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This is the third week of a five-part series on highlighting stories of immigration around the world. Last week, we looked at where some of the refugees are coming from: Syria. This week, we look at the impact it is having on Europe. There have been a spate of stories that have hit the international news in recent weeks, from 71 migrants found dead in a truck in Austria, to numerous stories of death at sea during the dangerous crossing.
The flow of desperate migrants from the Middle East and Africa hoping to reach Europe is already much higher than in the same period in 2014. They are fleeing war, human-rights abuses, terrible poverty, and death. While the influx of refugees is having a very real impact on Europe. With so many, the reception is becoming increasingly less friendly.
Quick Facts on the European Refugee Crisis
Recent trends show that thousands of people are attempting a perilous route through the Western Balkans with the ultimate destination in Germany and other northern EU countries.
How many people are on the move?
More than 300,000 migrants have risked their lives trying to cross the Mediterranean to Europe so far this year, according to the UN. This compares with 219,000 for the whole of 2014.
Nearly 200,000 people have landed in Greece since January this year, while another 110,000 made it to Italy.
Most of those heading for Greece take the relatively short voyage from the Turkish mainland to the islands of Kos, Chios, Lesvos and Samos - often in flimsy rubber dinghies or small wooden boats.
Fifty thousand people arrived on the shores of the Greek islands in July
The voyage from Libya to Italy is longer and more hazardous.
Some of the worse tragedies in 2015 include:
  • Two boats carrying about 500 migrants sinking after leaving Zuwara in Libya on 27 August
  • Bodies of 71 people, believed to be Syrian migrants, discovered in an abandoned lorry in Austria on 27 August
  • Shipwreck off Italy's Lampedusa island on 19 April took an estimated 800 lives
  • At least 300 migrants feared to have drowned after attempting to cross the Mediterranean in rough seas in early February
Survivors often report violence and abuse by people traffickers. Many migrants pay thousands of dollars each to the traffickers, and robbery of migrants is also common. Chaos in Libya has given traffickers freedom to exploit migrants.
Where do they come from?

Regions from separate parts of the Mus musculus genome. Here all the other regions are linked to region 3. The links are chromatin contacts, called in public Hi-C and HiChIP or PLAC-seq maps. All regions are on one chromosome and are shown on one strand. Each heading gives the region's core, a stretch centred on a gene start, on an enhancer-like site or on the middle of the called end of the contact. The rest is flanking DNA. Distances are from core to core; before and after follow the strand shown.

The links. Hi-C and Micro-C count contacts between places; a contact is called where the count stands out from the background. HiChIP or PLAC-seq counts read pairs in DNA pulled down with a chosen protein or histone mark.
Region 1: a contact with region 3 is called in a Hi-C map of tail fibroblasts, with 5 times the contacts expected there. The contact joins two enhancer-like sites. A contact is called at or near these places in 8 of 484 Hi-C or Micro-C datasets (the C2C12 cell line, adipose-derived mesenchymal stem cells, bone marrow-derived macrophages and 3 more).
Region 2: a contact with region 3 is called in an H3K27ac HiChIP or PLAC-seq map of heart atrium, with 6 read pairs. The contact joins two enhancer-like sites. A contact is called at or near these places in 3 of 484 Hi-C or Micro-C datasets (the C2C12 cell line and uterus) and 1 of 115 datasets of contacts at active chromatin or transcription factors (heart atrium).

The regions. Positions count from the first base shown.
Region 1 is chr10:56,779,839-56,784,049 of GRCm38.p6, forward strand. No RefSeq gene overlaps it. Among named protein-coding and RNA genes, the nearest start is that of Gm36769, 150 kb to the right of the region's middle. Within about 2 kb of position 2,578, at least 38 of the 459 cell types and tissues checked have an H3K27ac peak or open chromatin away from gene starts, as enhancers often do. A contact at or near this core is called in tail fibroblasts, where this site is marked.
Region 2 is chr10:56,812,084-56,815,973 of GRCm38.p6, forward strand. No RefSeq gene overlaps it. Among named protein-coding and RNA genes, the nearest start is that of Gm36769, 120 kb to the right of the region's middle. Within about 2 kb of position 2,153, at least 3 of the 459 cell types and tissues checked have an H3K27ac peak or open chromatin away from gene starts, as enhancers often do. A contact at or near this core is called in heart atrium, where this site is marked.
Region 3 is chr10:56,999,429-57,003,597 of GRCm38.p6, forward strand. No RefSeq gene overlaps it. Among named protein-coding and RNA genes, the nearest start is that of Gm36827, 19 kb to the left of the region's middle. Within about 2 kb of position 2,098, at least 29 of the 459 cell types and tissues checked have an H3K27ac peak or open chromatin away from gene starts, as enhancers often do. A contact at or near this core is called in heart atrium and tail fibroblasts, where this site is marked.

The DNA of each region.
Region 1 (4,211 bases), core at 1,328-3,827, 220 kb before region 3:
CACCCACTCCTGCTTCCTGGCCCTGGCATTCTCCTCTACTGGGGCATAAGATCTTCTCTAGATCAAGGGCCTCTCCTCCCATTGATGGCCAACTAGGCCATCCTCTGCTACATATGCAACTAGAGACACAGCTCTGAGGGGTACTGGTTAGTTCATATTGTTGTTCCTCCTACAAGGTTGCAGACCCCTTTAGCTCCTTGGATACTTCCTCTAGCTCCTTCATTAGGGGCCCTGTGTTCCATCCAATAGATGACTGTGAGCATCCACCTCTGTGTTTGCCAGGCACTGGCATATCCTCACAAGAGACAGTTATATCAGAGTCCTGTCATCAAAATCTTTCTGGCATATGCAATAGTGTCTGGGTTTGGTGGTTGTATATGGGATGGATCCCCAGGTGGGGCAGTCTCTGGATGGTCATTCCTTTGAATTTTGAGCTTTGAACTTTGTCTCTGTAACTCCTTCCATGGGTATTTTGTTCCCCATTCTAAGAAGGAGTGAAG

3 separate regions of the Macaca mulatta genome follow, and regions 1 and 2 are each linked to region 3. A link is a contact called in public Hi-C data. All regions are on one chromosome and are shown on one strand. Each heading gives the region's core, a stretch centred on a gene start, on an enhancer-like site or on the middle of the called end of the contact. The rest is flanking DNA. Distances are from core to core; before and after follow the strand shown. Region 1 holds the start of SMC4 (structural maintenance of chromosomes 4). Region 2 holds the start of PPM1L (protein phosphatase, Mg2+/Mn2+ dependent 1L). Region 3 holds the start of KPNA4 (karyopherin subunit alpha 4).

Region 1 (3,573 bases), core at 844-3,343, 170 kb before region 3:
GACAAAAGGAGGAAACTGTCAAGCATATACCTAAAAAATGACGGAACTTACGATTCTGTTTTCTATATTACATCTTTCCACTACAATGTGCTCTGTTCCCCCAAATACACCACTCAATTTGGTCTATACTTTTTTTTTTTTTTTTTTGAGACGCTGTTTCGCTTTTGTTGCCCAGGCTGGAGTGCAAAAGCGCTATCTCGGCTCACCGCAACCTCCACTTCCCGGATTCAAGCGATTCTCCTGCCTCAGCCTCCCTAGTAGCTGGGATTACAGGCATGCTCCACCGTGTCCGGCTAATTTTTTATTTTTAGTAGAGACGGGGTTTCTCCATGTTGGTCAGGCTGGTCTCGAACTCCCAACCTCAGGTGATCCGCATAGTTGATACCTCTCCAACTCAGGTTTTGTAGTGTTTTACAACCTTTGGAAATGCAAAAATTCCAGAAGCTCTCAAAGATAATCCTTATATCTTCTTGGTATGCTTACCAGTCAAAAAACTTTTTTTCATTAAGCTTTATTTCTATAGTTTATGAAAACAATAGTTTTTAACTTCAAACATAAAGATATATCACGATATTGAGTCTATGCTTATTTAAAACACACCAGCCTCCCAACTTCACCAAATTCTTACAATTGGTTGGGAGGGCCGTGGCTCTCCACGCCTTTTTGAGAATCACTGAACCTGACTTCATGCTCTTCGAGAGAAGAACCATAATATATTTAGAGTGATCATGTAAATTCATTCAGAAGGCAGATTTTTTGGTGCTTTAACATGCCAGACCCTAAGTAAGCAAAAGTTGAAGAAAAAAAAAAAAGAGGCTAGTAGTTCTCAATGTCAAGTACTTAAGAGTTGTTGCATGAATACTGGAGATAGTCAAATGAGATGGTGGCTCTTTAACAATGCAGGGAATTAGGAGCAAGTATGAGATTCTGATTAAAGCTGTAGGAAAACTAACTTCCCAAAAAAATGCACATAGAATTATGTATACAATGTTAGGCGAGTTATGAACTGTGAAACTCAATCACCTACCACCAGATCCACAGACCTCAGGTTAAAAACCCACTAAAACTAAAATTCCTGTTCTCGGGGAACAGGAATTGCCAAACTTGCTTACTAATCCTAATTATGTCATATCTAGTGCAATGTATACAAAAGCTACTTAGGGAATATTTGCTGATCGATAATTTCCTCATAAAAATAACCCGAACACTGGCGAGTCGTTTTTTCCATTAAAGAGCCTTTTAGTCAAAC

The largest migrant group by nationality in 2015 is Syrians, as people flee the country's brutal civil war.

Afghans and Eritreans come next. They are often also fleeing poverty and human rights abuses.
People from Nigeria and Kosovo also make up large groups.
In Italy new migrants from Eritrea form the biggest group, followed by those from Nigeria.
But in Greece migrants from Syria are the biggest group, then Afghans.
Where are they going next?
Germany, which receives by far the most asylum applications in the EU, is expecting 800,000 refugees to arrive this year.
Recent trends show that thousands of people are trying to travel to both Germany and other EU countries via Greece and the Western Balkans.

Some 3,000 people are expected to cross into Macedonia each day in the coming months, according to the UN.
Many then cross into Serbia, which says it has seen 90,000 migrants so far this year, and head for Hungary and the EU's passport-free Schengen zone.
In July alone, 34,000 migrants were detected trying to cross from Serbia into Hungary.
Reception upon arrival
With the number of migrants increasing, Europe is getting concerned. Italy and Greece, the main recipients of the sea-based migrants, are already facing economic difficulties, and Germany and Sweden are struggling with how to cope with processing their applications and assimilating them into European life. The debate tends to revolve around two questions:
  • Who should pay for the refugees flooding in?
  • Is there a way to reduce the numbers?
In Germany, attacks on accommodation for asylum seekers have increased significantly. According to the interior ministry, this year there have already been 173 attacks (175 were registered in the whole of last year ).
On Monday night, more than 2,000 people marched through Dresden in support of Pegida, a movement against what it calls the "Islamisation of the West", which attracts the far right as well as people who simply oppose immigration or fear its effects. And, nearby, in the town of Freital, several hundred people held anti-refugee protests outside accommodation for asylum seekers.
The attacks and protests horrify most Germans. Many believe it is the duty of a rich country to help refugees. Others view immigration as a potential solution to the country's ageing demographic and a shortage of skilled labor. Above all, in a country where the past still stains the present, any manifestation of racist sentiment evokes profound concern.
Sources for this article
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